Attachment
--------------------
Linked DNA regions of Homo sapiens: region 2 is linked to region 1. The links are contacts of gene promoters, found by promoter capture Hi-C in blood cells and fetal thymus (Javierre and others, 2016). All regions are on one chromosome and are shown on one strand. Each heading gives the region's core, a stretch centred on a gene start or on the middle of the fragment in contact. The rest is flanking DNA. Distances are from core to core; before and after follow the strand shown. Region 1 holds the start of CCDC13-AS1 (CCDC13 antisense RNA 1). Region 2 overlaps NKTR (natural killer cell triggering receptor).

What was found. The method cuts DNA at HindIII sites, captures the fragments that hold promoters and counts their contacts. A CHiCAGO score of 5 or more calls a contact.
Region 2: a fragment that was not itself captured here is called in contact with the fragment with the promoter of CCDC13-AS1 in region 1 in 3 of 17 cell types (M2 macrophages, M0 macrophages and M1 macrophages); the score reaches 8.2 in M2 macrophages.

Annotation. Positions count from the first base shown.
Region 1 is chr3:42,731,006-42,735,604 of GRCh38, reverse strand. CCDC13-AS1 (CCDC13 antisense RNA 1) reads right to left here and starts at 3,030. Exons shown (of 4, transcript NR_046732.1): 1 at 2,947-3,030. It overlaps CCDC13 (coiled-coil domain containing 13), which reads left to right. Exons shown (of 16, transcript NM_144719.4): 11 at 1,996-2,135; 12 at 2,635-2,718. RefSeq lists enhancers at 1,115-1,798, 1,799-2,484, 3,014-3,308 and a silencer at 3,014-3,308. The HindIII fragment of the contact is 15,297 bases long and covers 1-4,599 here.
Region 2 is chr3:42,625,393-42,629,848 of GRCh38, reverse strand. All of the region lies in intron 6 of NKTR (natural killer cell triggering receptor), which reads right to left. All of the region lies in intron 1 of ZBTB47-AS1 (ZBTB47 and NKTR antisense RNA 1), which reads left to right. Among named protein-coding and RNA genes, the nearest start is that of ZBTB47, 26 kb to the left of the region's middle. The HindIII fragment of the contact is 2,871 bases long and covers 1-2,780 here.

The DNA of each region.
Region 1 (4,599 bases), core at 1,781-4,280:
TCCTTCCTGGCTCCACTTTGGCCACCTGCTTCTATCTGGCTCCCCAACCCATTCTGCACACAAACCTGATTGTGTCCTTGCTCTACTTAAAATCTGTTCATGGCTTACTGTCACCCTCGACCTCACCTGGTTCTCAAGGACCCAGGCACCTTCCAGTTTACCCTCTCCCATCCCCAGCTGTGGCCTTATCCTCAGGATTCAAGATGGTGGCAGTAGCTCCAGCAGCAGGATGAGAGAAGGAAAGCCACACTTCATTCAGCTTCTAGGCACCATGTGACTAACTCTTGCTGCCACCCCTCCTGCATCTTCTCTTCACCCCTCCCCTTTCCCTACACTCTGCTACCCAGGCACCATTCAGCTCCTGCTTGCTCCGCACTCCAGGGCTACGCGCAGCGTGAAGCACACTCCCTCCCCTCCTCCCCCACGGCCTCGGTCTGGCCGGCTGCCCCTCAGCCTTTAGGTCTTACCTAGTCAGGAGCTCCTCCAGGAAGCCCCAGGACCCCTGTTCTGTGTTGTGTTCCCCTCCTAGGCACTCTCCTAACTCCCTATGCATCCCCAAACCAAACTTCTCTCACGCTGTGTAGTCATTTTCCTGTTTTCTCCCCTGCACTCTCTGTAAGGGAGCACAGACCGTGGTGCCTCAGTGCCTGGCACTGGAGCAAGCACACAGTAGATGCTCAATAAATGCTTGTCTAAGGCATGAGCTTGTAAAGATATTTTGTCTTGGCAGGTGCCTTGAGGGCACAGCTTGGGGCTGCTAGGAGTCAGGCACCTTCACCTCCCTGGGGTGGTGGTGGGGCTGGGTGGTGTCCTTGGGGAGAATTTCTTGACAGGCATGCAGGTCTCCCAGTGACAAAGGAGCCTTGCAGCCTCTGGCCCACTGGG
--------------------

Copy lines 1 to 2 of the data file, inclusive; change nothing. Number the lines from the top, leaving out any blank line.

Linked DNA regions of Homo sapiens: region 2 is linked to region 1. The links are contacts of gene promoters, found by promoter capture Hi-C in blood cells and fetal thymus (Javierre and others, 2016). All regions are on one chromosome and are shown on one strand. Each heading gives the region's core, a stretch centred on a gene start or on the middle of the fragment in contact. The rest is flanking DNA. Distances are from core to core; before and after follow the strand shown. Region 1 holds the start of CCDC13-AS1 (CCDC13 antisense RNA 1). Region 2 overlaps NKTR (natural killer cell triggering receptor).

What was found. The method cuts DNA at HindIII sites, captures the fragments that hold promoters and counts their contacts. A CHiCAGO score of 5 or more calls a contact.